We pulled into Puerto Escondido at about midnight, after passing on a couple of rooms we looked at in Pinotepa Nacional. Something was going on in PN, anyway, with lots of bombas and partying, so we felt that we wouldn't get any rest there, anyway.
After a nice night at Arco Iris on Playa Zicatela, and a breakfast at Carmens (nice folks, they remembered us from the year prior, as we were there for the big quake), we felt refreshed and ready for the final leg to Huatulco.
Well, that was about three weeks ago, maybe a month? I've lost track of time, again :-)
Our trip was interesting, not too exciting, even though we broke a few rules (like driving the Costerra at night), and as for driving time, it was about 30 hours. I haven't added up all the tolls, but I've got a stack of tickets that, some day, I will add up and see just what it cost.
It seems that the further south we got, the friendlier the people became. Even at the military checkpoints, they seemed most interested in knowing what the drive down from Alaska was like. I get the feeling that they don't see too many license plates from the Last Frontier down here. At only one checkpoint did they actually make us get out of the truck to look inside. So, anybody thinking about driving down here, shouldn't be too hesitant about it, unless you're doing something you shouldn't be doing (like toting a gun).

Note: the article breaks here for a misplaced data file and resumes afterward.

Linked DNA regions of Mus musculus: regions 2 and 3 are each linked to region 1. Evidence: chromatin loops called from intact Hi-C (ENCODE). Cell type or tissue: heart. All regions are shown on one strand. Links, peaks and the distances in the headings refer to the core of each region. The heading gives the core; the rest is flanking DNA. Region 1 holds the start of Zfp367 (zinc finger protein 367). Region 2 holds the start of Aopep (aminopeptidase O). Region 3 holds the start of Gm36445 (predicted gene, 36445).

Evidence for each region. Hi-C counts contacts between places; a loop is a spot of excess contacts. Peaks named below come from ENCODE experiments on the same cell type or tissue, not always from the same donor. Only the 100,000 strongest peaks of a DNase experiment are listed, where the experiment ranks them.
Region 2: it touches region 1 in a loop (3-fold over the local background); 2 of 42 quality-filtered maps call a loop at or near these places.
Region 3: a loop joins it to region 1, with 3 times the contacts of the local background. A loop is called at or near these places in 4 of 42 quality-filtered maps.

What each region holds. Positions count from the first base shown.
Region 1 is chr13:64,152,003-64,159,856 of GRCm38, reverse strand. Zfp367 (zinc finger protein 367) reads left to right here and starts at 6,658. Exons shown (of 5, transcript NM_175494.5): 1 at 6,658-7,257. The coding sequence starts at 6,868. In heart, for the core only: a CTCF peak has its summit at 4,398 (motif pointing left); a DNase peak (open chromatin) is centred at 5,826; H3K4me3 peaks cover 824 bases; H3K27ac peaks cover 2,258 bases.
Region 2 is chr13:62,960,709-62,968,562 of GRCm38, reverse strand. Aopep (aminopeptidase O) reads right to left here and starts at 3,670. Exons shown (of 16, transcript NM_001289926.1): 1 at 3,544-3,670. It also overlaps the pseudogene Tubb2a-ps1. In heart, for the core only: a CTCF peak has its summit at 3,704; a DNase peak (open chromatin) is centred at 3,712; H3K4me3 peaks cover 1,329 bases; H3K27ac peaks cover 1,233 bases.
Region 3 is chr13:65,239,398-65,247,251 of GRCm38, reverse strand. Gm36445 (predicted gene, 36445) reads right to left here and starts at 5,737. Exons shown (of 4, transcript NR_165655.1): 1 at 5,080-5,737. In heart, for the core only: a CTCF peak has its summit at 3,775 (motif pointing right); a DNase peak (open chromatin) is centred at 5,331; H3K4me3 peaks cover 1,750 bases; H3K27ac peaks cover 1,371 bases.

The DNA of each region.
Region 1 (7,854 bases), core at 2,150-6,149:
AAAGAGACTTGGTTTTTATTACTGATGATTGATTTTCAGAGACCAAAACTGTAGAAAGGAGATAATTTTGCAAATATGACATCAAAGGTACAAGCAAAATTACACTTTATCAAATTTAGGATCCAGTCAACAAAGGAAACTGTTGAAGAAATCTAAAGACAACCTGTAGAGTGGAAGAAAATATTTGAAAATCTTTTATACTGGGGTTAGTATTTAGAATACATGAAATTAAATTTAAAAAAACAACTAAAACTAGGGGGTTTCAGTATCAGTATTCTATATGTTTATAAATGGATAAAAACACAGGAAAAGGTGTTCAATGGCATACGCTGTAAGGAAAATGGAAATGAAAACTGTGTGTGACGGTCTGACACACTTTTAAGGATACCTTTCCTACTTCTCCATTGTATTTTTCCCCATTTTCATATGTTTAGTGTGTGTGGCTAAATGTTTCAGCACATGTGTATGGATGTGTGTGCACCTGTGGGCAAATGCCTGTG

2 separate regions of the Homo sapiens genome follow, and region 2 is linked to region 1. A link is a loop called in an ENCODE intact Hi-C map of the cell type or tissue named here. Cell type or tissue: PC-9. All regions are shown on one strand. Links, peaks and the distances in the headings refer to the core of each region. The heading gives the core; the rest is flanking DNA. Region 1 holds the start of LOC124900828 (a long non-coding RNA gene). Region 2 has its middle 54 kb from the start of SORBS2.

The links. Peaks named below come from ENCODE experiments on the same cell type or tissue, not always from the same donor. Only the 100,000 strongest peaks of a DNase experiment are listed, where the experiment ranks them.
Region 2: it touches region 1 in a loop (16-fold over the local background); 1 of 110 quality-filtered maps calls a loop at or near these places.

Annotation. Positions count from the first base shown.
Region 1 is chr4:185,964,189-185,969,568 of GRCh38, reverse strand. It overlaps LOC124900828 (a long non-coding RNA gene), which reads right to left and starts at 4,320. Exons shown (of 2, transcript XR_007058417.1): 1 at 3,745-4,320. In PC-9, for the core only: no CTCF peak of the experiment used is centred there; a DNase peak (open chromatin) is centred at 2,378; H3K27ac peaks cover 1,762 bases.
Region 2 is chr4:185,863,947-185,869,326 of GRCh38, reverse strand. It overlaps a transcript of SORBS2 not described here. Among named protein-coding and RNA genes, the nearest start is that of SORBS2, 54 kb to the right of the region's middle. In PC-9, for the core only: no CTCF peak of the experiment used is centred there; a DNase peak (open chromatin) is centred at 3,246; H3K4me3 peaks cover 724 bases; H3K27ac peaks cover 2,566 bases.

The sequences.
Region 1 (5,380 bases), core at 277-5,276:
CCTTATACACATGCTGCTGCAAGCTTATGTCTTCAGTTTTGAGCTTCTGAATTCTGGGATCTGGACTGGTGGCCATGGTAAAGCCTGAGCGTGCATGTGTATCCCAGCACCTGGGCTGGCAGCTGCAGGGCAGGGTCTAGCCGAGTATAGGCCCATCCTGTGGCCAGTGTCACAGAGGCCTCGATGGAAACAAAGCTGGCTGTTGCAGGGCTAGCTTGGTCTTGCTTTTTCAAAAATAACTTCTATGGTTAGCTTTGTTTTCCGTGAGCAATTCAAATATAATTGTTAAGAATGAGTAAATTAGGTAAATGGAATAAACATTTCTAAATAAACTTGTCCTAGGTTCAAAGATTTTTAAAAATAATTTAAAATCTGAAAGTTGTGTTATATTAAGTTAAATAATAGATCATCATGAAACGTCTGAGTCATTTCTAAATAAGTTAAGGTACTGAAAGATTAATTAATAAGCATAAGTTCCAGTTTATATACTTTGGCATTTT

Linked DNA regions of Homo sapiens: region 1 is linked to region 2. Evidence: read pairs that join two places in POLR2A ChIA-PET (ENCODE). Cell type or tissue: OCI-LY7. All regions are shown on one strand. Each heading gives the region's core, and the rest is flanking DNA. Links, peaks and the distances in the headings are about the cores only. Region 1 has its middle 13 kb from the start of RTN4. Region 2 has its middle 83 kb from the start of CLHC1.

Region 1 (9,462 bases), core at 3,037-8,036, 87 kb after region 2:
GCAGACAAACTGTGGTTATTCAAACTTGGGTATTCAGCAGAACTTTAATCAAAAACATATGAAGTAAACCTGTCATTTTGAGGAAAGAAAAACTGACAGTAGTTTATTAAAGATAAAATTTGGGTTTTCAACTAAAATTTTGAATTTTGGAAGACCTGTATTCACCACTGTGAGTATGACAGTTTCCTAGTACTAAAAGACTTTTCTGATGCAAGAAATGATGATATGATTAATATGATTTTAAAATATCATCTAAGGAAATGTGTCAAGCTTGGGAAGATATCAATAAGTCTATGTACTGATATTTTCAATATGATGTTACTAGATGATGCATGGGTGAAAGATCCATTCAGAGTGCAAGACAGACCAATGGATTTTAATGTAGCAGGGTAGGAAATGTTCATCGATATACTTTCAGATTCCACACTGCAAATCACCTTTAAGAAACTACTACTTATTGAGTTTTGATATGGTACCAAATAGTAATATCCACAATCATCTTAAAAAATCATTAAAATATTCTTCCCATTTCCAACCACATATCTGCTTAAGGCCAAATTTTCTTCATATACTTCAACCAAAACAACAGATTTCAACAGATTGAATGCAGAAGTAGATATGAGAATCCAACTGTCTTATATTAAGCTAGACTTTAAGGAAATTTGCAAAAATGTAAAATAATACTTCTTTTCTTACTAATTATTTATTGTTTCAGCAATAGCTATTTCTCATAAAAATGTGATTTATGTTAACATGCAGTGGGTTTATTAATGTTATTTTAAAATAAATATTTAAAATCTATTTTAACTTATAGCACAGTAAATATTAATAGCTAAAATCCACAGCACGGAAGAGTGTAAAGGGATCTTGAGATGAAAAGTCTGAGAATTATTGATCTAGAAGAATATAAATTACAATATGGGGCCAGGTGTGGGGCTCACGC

Huatulco is the same, and not much has changed in the past year (or 9 months). Hotel Las Palmas isn't finished with the new part, yet. The best cheap food in town is still at Los Portales, Luis is still a gracious host, and serves up icy-cold beer for the thirsty...
We found a house near Tangolunda, which we'll be in until December 15. We're getting ready to head out for Chiapas in a few days, by way of Oaxaca City, to enjoy some fresh mountain air and a change of pace. Life is good, the fish are fresh, and I don't even want to think about going home...

Tom, if you post this report on your web site, please include the following:

To the lady from Puerto Escondido who wanted me to transport the 'back board', I'm sorry that it didn't work out. First, we didn't go through San Antonio, and second, my laptop crashed and I lost your email address. I'm sorry that you went to the trouble to fax the letter to the air ambulance service in SA and all that. Why don't you post a request here on Tom's site and see what comes up?

That's all for now. Hasta luego,

Michael Young

October 2000